Much of Womach's own advice to working women comes from her own, often lonely experience in a career she stumbled upon while her husband served in World War II. To help support her family, Womach began to work at a small community bank in Delaware in 1945. She found she enjoyed the work so much she stayed and eventually won lending and managerial positions, for years the only woman in the bank to do so.

In the meantime, she earned degrees from the American Institute of Banking, the Stonier Graduate School of Banking at Rutgers University and the University of Delaware. Perhaps as a result of that experience, she walks a moderate feminist line. She has learned to be a "hard-nosed banker," when she needs to be, she says, but supports a plethora of social service, community and women's groups. "I wouldn't want anyone to go through what I went through," she says simply.

She worked a stint as an administrative assistant to then governor of Delaware Charles Terry Jr. in 1968. After a term as state treasurer from 1971 to 1973, an unsuccessful run for the governorship in 1972 and a vice presidency of the Farmers Bank of the State of Delaware, Womach came to Washington late in 1976 to spearhead the then foundering drive for a women's bank.

Although the idea for a federally chartered women's bank had circulated since the early 1960s, no group of investors had obtained a charter. The first application of the present group was denied by the U.S. comptroller of the currency in January 1977, saying the investors had not proved the economic viability of the venture and lacked the expertise to make it profitable. The decision was reversed after an investigation during which the investor group made minor administrative changes and showed that the comptroller's office had not considered important and favorable information that had been submitted. Soon after, the first $2 million in stock was sold to approximately 1,200 investors who paid $20 per share. Many of the initial investors bought the minimum of 10 shares for $200.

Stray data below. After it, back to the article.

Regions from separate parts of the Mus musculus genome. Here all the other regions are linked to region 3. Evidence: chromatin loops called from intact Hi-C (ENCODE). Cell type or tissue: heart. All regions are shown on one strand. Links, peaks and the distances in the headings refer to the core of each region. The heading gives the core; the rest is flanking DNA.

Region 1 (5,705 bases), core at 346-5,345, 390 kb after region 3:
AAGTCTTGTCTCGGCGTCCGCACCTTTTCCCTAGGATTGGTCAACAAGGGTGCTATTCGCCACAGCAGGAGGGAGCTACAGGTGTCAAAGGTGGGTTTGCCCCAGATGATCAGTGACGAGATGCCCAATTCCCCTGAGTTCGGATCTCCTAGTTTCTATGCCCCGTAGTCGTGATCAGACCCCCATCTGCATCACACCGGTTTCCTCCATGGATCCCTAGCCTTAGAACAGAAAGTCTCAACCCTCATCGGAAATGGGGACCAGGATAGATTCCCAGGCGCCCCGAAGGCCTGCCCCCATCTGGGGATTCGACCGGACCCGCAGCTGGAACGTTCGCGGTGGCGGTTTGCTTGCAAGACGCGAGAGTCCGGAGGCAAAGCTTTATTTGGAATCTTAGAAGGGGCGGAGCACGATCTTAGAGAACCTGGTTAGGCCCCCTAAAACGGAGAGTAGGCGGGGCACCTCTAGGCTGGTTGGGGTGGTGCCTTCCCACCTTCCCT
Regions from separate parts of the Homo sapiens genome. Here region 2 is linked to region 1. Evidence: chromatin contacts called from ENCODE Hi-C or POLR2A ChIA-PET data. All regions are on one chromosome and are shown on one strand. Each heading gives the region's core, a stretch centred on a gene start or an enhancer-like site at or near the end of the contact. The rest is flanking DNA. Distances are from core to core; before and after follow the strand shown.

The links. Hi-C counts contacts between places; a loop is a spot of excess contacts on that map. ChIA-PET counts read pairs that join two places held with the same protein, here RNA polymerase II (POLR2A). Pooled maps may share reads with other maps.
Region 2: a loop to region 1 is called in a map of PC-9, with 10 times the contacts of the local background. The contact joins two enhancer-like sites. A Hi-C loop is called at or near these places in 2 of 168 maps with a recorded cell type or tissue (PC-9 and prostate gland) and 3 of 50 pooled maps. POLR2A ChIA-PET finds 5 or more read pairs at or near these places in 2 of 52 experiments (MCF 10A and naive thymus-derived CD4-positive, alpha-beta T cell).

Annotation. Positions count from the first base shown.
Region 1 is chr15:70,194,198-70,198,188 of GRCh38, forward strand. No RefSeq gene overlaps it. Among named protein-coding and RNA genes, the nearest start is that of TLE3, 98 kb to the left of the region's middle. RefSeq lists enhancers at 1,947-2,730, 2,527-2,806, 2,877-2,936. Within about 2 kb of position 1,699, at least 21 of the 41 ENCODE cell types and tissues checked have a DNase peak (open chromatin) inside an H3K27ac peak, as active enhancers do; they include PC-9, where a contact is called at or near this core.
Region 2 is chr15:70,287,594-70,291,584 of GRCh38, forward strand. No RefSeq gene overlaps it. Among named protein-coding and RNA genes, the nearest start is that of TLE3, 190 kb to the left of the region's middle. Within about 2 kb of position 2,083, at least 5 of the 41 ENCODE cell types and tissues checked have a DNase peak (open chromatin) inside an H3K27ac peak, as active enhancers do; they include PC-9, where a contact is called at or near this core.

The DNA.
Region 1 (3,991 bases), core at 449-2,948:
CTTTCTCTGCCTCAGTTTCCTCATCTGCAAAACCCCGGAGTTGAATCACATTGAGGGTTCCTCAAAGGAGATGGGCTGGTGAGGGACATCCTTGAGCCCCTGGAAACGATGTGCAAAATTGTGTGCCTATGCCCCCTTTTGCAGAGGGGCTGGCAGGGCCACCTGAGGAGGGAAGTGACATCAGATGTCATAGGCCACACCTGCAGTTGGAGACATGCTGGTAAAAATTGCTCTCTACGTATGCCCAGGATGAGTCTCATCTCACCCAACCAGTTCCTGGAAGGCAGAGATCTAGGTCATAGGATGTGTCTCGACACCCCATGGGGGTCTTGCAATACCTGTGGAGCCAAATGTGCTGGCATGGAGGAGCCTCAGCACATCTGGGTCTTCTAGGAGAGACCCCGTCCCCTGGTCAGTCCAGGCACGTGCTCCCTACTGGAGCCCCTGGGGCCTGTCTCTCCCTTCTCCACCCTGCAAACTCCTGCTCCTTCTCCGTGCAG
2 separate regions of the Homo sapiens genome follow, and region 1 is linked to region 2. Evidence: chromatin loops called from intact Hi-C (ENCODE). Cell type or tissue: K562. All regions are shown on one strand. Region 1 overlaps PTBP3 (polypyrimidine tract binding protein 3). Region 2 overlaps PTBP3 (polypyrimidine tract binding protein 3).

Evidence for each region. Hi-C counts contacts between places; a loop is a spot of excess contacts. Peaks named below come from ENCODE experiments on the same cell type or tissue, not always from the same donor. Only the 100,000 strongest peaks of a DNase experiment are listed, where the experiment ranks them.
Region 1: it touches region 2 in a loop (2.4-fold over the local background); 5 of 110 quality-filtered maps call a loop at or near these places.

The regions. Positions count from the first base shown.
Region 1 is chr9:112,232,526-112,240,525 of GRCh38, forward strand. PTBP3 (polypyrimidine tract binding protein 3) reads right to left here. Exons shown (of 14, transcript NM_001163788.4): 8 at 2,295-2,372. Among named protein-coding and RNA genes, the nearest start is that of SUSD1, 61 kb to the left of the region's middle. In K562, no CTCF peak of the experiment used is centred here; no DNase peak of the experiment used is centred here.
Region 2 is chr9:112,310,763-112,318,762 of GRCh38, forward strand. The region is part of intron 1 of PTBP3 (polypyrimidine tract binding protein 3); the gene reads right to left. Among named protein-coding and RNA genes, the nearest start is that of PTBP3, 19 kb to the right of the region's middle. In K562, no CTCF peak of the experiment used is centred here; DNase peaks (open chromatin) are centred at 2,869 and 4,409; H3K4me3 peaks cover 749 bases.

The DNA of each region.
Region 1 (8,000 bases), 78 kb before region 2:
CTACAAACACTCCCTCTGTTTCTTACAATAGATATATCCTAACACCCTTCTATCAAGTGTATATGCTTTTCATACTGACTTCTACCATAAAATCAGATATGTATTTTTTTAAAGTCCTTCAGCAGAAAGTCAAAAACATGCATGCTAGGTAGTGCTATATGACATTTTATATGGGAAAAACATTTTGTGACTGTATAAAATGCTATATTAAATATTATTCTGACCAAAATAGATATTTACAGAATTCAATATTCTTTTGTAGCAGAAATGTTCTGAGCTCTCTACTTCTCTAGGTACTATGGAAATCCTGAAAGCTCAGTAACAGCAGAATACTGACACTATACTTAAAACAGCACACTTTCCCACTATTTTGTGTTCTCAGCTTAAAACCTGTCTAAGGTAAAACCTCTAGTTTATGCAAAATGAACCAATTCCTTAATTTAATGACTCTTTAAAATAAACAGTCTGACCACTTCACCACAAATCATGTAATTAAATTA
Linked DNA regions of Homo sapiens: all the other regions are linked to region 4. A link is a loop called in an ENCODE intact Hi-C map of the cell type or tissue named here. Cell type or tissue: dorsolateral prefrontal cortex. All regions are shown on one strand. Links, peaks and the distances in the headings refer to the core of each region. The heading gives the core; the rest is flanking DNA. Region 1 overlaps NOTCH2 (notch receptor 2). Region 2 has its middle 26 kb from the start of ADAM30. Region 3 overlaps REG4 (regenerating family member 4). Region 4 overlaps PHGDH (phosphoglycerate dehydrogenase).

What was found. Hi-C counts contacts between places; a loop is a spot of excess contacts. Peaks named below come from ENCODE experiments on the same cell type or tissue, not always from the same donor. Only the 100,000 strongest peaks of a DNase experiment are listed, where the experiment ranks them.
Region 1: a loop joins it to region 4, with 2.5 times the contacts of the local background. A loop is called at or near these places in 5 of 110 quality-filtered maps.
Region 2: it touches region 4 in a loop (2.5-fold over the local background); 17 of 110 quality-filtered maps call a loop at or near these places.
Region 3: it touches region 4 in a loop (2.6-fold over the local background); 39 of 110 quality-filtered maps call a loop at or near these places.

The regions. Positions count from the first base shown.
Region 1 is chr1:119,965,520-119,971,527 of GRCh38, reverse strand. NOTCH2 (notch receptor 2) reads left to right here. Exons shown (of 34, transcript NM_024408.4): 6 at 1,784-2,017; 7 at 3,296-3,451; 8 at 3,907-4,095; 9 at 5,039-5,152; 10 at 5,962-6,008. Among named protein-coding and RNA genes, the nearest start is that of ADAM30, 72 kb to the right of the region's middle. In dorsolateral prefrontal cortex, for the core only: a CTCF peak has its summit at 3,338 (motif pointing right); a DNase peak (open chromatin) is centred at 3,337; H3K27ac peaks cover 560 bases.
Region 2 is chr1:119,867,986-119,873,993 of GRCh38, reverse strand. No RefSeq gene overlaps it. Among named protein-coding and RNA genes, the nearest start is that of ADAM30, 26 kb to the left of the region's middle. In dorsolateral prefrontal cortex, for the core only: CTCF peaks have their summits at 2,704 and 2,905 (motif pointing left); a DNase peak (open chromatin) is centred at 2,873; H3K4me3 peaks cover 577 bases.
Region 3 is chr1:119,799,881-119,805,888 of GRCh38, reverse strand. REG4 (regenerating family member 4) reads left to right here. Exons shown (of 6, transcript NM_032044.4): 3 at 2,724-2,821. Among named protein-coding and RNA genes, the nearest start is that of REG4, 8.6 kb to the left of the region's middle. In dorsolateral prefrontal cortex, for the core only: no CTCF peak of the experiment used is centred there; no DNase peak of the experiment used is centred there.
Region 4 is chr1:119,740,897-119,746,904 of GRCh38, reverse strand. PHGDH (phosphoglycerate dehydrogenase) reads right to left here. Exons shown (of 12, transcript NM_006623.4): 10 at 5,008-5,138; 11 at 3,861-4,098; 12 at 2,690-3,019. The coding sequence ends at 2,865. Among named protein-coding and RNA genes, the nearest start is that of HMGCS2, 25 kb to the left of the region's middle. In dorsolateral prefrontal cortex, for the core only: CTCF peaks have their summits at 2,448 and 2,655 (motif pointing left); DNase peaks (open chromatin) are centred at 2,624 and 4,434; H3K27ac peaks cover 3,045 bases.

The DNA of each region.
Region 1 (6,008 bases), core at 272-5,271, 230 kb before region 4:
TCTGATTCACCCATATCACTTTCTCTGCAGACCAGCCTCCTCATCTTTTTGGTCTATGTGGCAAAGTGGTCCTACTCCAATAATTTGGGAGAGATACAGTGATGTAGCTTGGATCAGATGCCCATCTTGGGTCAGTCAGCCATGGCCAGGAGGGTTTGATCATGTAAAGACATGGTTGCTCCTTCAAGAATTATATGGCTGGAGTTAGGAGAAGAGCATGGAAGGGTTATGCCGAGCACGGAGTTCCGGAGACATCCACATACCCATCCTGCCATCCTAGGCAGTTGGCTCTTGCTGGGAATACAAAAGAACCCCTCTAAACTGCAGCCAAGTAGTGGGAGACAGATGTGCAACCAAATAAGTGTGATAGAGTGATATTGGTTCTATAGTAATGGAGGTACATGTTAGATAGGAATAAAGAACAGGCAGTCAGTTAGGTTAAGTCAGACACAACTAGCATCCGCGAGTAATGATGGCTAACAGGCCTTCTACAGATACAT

Of the initial 15 directors, nine were women; now 13 or 21 directors are women. Seven of the nine bank officers are women.

But more important than the sex of the directors, says Womach, is the quality of the management, a point on which local analysts and brokers agree.

One broker noted that while there has been concern that recent changes in the banking laws -- allowing interest-paying checking accounts, for example -- may make it harder for smaller institutions to complete with larger banks, specific concerns about whether Women's National is going to work have been answered. "Their track record has put the doubting Thomases to rest," he noted.

Sosnowik pointed out that the stock, initially offered at $20 a share, is now selling at $22, following some recent fluctuation. "If it was a good buy at $20, it's just as good a buy, if not better now," he said, although dividends have not yet been paid.

Sosnowik added that the advent of interstate banking might make the smaller financial institution even more attractive, as a merger target or, as Womach points out, to provide the personalized touch that the bigger banks often won't. Bank directors are now embarked on a long-term planning strategy to explore these and other options, including additional branches, in the years ahead.

In any case, officers are confident about the future. "It's going to be an interesting time and we're looking forward to it," said Womach. "In a few years, financially, you might not be able to tell the difference between us and a Chemical Bank. Except, of course, for our attitude."